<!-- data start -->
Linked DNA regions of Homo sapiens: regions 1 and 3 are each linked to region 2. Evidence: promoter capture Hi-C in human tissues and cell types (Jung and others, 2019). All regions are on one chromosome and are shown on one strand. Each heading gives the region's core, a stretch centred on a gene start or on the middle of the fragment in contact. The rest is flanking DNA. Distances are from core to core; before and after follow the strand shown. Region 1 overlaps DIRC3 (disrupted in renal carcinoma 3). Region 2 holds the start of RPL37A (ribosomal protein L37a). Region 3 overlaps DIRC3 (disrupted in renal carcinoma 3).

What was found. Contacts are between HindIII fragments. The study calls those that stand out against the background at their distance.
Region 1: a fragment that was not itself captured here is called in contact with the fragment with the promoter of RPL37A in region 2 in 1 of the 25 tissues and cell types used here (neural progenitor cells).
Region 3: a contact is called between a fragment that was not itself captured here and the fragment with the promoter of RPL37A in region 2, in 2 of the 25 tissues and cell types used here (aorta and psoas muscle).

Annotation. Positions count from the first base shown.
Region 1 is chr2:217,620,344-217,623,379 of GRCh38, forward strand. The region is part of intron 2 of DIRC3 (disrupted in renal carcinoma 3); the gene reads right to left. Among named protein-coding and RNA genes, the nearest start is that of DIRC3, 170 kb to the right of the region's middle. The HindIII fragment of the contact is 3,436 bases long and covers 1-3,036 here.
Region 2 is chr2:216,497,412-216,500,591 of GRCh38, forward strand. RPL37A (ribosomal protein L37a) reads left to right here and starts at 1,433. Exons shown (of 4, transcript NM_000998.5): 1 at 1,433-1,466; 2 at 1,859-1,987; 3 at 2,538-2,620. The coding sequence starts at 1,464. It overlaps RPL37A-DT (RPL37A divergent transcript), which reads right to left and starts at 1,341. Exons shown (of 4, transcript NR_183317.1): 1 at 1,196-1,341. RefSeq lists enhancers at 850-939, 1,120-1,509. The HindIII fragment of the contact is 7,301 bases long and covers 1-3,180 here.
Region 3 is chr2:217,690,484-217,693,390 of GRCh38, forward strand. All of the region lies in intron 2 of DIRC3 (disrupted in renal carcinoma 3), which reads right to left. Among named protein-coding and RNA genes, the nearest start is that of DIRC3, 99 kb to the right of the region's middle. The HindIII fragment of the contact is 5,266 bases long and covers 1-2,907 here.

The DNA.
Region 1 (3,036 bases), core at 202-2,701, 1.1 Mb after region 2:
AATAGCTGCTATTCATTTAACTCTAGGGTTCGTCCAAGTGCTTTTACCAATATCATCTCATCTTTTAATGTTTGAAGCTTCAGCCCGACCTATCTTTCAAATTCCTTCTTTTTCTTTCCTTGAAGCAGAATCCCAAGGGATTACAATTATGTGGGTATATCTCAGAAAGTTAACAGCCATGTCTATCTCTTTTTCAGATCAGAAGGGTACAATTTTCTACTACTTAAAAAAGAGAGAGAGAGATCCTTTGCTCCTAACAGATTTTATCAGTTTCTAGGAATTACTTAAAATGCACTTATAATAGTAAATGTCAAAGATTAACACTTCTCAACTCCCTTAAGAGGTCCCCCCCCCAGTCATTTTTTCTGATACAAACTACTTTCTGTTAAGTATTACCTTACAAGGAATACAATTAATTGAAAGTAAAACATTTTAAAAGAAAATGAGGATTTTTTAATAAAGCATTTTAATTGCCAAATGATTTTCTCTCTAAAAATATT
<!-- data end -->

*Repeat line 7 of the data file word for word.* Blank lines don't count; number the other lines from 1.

Region 2 is chr2:216,497,412-216,500,591 of GRCh38, forward strand. RPL37A (ribosomal protein L37a) reads left to right here and starts at 1,433. Exons shown (of 4, transcript NM_000998.5): 1 at 1,433-1,466; 2 at 1,859-1,987; 3 at 2,538-2,620. The coding sequence starts at 1,464. It overlaps RPL37A-DT (RPL37A divergent transcript), which reads right to left and starts at 1,341. Exons shown (of 4, transcript NR_183317.1): 1 at 1,196-1,341. RefSeq lists enhancers at 850-939, 1,120-1,509. The HindIII fragment of the contact is 7,301 bases long and covers 1-3,180 here.